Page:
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675 views as of January 18, 2010.
Featured in As Is Photography September 20, 2009.
This is an AS IS photograph of a female monarch butterfly along side the chrysalis she just emerged from. Photo taken with a Canon EOS Rebel XTi and 100mm f/2.8 macro lens on my property in Prince Edward County, Ontario, Canada.
The Monarch is a milkweed butterfly (subfamily Danainae), in the family Nymphalidae. It is perhaps the best known of all North American butterflies.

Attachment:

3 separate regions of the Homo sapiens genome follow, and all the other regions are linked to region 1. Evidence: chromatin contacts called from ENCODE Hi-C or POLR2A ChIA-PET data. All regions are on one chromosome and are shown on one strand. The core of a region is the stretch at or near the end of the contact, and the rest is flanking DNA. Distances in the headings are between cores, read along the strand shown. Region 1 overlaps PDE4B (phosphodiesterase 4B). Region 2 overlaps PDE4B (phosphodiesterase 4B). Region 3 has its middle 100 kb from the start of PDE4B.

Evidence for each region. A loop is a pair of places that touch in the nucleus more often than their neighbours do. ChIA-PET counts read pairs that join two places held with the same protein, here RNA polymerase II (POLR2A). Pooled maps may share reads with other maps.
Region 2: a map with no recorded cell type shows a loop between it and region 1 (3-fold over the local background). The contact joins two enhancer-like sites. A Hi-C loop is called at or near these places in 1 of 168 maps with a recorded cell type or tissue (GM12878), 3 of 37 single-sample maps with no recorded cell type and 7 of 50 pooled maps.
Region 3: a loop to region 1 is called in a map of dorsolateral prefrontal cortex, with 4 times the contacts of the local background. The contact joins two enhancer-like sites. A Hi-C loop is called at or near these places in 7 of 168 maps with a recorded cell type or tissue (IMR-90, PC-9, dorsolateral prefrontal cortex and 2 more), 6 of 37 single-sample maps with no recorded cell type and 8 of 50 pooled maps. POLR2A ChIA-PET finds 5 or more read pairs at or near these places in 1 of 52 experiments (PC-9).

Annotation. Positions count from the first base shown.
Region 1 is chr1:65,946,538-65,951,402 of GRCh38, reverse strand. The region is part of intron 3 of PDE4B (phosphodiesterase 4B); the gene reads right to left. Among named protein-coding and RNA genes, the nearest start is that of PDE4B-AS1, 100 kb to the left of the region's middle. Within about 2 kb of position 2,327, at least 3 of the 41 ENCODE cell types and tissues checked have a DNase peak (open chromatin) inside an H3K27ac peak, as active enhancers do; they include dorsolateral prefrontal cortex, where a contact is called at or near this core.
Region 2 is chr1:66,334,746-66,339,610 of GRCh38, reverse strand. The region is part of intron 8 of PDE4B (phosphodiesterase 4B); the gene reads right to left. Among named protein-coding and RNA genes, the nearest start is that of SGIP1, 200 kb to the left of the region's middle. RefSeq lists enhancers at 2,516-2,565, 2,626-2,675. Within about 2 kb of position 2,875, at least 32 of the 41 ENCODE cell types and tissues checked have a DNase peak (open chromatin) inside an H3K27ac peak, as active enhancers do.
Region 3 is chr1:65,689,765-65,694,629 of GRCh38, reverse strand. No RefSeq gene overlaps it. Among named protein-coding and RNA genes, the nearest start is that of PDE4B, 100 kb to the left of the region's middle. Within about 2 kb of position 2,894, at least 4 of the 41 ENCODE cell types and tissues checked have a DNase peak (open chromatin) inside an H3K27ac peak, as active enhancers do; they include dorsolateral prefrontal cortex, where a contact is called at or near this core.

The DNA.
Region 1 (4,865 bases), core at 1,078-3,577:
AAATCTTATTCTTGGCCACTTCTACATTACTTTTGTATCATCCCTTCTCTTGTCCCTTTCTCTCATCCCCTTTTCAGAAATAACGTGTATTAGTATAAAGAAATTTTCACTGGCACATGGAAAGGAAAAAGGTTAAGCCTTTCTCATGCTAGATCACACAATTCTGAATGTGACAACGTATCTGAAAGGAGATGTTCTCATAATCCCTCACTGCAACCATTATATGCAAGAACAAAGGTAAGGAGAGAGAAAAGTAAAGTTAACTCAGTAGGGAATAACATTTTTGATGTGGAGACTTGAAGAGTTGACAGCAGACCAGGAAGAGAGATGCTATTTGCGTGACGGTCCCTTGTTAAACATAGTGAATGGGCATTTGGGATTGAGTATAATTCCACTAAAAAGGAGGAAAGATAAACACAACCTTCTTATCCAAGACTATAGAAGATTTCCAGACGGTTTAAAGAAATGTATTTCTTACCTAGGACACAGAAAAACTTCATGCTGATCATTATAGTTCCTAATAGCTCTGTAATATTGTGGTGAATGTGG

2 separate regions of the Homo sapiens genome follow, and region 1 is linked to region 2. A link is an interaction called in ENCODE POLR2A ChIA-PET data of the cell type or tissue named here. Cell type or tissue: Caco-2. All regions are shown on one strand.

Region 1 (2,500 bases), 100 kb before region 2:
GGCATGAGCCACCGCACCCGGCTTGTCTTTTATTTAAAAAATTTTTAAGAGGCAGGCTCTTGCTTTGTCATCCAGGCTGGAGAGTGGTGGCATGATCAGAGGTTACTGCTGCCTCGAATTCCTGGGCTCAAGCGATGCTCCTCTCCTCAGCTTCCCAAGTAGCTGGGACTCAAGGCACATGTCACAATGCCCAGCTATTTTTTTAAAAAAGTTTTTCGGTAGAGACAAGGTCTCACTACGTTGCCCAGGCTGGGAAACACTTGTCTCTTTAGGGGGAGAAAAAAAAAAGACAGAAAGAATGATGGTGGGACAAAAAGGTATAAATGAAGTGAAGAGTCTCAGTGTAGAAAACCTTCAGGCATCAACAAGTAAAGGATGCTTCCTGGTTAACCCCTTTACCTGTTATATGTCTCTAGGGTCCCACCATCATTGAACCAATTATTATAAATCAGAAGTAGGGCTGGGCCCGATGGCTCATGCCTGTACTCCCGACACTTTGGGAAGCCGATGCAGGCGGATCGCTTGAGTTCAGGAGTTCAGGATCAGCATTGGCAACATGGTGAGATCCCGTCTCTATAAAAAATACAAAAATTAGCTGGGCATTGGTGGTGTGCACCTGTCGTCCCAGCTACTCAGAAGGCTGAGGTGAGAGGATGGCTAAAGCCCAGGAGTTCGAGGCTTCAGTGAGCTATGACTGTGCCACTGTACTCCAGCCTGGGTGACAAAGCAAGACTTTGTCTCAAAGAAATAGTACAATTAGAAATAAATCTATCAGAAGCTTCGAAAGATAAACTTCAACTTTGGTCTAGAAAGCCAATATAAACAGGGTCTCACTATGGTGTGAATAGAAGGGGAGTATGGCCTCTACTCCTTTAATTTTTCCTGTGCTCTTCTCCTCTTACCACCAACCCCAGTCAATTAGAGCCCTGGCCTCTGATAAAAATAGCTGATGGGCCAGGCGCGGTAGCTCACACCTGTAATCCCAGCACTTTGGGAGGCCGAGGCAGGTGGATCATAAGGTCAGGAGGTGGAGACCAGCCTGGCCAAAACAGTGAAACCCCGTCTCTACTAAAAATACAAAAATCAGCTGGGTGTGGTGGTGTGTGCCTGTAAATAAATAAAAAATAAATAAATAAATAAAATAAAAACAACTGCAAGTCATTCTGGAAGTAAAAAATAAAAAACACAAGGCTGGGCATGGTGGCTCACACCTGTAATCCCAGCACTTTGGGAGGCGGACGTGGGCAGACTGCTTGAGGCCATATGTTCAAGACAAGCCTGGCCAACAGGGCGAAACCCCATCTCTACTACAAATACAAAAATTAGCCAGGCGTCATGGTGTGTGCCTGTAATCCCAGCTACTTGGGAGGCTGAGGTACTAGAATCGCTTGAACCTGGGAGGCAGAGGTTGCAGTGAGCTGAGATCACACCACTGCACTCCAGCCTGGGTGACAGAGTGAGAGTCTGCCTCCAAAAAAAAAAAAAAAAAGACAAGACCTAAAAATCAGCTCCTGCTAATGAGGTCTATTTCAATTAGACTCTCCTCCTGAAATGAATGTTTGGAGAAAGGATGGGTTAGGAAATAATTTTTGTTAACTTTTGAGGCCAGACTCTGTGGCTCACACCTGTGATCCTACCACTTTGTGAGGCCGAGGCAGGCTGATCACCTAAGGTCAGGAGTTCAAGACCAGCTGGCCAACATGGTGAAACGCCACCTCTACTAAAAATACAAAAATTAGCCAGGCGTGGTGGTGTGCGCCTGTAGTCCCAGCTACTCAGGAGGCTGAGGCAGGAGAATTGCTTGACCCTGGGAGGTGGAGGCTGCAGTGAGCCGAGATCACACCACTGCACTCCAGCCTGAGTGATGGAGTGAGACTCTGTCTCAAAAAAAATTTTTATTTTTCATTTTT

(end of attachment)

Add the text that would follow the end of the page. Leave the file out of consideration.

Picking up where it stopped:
Female Monarchs (as shown here) have darker veins on their wings, and the males have a spot called the “androconium” in the center of each hind wing from which pheromones are released. Males are also slightly larger.
The larvae and the butterflies retain poisonous glycosides from their larval host plant, the milkweed, so they become distasteful to potential predators. The monarch butterfly eats only milkweed as larvae. This highly effective defense strategy shields them against almost all predators that soon learn to avoid these species after attempting to eat them.
Monarch butterfly-female (crop detail):
Monarch Chrysalis (detail):
Black Box Frame & Bright White Matting
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